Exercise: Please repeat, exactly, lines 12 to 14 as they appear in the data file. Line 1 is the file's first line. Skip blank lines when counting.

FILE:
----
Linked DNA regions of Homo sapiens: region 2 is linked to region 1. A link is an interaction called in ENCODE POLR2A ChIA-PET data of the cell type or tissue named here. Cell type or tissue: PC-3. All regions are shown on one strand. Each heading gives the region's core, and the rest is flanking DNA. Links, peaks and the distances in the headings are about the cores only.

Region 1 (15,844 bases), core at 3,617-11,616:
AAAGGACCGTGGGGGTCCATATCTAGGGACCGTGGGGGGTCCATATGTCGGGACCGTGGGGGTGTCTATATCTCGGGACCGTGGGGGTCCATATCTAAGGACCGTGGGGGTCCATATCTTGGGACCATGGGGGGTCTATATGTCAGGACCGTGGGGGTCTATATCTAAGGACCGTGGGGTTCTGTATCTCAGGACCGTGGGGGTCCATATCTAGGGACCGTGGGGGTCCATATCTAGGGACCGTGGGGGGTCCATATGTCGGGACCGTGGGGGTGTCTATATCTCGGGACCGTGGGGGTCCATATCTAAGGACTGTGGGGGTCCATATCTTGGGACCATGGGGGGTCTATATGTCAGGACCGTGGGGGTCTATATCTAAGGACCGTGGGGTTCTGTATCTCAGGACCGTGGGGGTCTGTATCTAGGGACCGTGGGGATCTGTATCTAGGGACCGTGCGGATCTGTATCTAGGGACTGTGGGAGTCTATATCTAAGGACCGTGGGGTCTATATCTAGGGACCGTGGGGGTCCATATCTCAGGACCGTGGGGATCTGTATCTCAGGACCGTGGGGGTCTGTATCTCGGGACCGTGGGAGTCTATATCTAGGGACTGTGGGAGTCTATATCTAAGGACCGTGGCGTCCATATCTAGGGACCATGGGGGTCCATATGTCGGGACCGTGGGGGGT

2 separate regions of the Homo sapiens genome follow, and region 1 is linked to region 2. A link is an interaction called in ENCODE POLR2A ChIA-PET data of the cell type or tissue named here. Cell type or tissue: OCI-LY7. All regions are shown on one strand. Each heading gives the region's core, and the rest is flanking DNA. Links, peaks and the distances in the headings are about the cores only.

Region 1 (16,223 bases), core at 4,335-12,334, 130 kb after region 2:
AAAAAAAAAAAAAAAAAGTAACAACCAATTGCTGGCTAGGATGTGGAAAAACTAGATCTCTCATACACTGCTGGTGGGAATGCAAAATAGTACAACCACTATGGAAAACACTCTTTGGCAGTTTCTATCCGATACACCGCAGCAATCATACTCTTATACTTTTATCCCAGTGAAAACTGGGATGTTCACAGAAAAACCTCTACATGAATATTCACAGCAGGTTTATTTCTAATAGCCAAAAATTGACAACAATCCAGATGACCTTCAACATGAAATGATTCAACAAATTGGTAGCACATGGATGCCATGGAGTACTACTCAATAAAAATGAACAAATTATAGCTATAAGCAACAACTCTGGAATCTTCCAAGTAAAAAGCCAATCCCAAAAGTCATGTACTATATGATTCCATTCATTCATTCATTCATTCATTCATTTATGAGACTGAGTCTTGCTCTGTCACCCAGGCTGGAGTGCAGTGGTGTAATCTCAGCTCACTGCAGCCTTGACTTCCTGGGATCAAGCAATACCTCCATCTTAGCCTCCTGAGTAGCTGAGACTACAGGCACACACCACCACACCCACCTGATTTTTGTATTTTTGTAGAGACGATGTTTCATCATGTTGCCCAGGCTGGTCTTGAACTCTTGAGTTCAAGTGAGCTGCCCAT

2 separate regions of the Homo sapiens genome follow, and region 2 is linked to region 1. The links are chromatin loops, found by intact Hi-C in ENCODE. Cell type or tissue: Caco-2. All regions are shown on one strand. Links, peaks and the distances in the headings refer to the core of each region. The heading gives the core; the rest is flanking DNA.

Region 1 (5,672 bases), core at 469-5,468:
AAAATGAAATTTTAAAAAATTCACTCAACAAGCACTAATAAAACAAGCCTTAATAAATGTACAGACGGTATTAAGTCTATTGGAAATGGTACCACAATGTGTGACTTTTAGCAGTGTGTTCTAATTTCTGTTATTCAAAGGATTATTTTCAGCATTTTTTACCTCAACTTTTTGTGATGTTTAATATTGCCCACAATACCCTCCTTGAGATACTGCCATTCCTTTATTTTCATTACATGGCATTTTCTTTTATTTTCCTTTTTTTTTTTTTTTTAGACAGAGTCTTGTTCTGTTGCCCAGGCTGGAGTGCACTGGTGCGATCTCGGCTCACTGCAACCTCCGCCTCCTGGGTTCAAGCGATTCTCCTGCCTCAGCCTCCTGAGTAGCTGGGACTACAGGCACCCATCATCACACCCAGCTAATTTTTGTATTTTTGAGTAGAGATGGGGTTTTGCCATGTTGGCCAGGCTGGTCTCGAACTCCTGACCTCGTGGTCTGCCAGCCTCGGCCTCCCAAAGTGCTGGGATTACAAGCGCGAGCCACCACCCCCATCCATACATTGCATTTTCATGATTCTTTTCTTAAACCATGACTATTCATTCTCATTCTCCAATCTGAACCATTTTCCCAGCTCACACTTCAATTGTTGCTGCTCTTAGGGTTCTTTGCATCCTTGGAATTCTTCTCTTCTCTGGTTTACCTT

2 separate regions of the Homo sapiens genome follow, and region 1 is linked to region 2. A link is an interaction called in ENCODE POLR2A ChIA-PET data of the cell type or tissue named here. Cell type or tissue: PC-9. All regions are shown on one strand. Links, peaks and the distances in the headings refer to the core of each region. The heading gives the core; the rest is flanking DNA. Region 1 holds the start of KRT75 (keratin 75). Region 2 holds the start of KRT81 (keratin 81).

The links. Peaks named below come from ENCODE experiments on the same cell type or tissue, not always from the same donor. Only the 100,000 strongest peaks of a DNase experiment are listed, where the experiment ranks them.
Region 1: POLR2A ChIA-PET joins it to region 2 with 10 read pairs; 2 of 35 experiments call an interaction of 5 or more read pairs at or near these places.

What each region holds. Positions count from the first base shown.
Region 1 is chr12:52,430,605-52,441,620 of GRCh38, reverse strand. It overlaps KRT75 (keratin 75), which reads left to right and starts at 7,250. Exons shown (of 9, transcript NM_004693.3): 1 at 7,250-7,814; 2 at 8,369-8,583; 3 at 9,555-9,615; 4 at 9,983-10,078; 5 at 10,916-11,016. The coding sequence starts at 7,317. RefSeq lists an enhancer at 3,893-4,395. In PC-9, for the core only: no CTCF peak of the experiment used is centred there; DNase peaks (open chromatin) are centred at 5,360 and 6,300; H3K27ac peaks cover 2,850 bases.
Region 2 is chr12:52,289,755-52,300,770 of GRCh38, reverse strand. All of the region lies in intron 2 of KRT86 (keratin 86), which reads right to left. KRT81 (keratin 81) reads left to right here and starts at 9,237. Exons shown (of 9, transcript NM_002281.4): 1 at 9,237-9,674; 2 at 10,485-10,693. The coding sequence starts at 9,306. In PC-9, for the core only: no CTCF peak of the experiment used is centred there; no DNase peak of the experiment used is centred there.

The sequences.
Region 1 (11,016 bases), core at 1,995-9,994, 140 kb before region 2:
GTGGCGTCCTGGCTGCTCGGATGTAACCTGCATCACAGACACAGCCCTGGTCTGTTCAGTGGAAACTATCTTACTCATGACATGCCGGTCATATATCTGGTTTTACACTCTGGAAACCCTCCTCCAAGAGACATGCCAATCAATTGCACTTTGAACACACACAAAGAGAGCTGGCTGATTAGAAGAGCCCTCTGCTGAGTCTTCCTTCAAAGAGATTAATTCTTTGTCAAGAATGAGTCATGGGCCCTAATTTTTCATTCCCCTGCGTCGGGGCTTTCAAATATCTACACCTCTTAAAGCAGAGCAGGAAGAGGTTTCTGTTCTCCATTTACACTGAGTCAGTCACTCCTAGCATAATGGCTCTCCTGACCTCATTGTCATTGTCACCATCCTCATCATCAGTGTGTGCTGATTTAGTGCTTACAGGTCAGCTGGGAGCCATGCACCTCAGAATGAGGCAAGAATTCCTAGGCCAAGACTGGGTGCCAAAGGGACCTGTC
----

Region 1: POLR2A ChIA-PET joins it to region 2 with 10 read pairs; 2 of 35 experiments call an interaction of 5 or more read pairs at or near these places.

What each region holds. Positions count from the first base shown.
Region 1 is chr12:52,430,605-52,441,620 of GRCh38, reverse strand. It overlaps KRT75 (keratin 75), which reads left to right and starts at 7,250. Exons shown (of 9, transcript NM_004693.3): 1 at 7,250-7,814; 2 at 8,369-8,583; 3 at 9,555-9,615; 4 at 9,983-10,078; 5 at 10,916-11,016. The coding sequence starts at 7,317. RefSeq lists an enhancer at 3,893-4,395. In PC-9, for the core only: no CTCF peak of the experiment used is centred there; DNase peaks (open chromatin) are centred at 5,360 and 6,300; H3K27ac peaks cover 2,850 bases.